As the Senate hearings for Judge Amy Coney Barrett conclude, and as her confirmation looms nearly certain, I’ve been wondering where she falls on Intellectual Property (IP) issues. Turns out so have others.
An article posted on Bloomberg Law titled “Where Does Judge Barrett Fall on IP Issues” noted that Judge Barrett has only decided a small number of IP-related cases during her three years at the Seventh Circuit but has applied a textualist approach each time. In reviewing her trademark and trade secret decisions where there was a clear result, the authors found that Judge Barrett has neither clearly favored intellectual property owners (siding with them three times) nor accused infringers (siding with them two times). The takeaway from the authors is on textualism: “The U.S. Supreme Court has increasingly taken a textualist approach to intellectual property issues in recent years, and President Donald Trump’s nomination of Judge Amy Coney Barrett to the high court promises to continue that trend, if she is confirmed.”
The Copyright Alliance’s blog recently asked, “What Would Amy Coney Barrett’s Supreme Court Confirmation Mean for Copyright?” The blog references two decisions the Supreme Court issued while Judge Barrett was clerking for the late Justice Antonin Scalia and also the judicial panels on which Judge Barrett has served that have decided cases involving copyright law. The blog concludes that Judge Barrett has been exposed to “complex infringement disputes and important copyright doctrines that will influence her consideration of the critical copyright issues that come before the Supreme Court.”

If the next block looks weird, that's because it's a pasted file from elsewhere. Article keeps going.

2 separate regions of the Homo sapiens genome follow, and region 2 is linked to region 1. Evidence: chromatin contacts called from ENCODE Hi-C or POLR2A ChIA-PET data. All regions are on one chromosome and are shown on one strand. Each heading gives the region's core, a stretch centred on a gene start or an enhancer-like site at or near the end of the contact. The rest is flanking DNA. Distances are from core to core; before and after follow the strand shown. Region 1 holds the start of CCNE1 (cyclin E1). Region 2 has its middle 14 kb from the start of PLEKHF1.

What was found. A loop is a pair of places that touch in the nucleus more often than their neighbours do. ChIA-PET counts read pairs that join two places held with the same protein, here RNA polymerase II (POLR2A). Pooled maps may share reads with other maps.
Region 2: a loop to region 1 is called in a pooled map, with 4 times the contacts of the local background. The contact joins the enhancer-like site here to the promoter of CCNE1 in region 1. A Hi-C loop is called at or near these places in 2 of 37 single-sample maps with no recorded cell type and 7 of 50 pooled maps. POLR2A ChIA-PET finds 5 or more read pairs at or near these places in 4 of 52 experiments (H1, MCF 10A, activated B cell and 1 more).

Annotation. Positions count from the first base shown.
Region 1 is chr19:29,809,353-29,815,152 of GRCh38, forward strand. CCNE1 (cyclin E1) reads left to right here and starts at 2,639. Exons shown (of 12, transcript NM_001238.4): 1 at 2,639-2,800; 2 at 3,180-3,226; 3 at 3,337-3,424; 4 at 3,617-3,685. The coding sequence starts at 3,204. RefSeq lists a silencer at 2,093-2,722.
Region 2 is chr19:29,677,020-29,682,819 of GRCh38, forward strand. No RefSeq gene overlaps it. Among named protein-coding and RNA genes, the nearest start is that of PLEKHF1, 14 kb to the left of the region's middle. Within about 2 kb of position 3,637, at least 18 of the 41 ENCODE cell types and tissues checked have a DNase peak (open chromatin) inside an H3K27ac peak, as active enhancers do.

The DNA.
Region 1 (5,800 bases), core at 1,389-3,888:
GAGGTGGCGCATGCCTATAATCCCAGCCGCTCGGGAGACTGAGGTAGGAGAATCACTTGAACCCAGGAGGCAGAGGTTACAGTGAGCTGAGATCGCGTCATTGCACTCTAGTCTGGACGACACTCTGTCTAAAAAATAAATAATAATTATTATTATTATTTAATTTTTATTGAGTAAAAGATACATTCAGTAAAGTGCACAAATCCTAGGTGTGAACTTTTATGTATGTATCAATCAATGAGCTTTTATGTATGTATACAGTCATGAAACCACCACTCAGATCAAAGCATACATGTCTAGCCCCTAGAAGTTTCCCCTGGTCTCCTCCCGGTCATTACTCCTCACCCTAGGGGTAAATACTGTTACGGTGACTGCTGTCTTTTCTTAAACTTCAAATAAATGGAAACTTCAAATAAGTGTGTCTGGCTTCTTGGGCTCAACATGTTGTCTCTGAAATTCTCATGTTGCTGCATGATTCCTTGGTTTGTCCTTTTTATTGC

IP issues do not appear to have been a focus of Judge Barrett’s confirmation hearings, though she did answer a few IP-related questions from Senator Thom Tillis, Chair of the Senate Intellectual Property Intellectual Property Subcommittee, according to an IP Watchdog article summary. When asked about patent eligibility decisions, Judge Barrett responded that “clarity in decision-making is always something that courts should strive for” and that “clarity is certainly a virtue in this context.” The IP Watchdog, recognizing that patent law issues would not have come before Judge Barrett at the Seventh Circuit, concluded that these remarks “should sound a hopeful note to the ears of innovators.” Later responding to Senator Tillis’ questions about copyright law and technology, Judge Barrett responded, “Most of the things you are identifying sound to me like matters of policy, so those seem like matters that are best addressed by the Legislature; the democratically elected body, not policy made by courts.” The IP Watchdog, noting that these comments likely do not provide insight into copyright activism from the bench, concluded that Judge Barrett believes “matters of policy are best addressed by Congress, as is intended by the Constitution.”
A change on the Supreme Court always yields questions about what direction the court will take on various issues. Although not a focus to date, where the next Supreme Court justice lands on IP issues will inevitably matter in the years to come.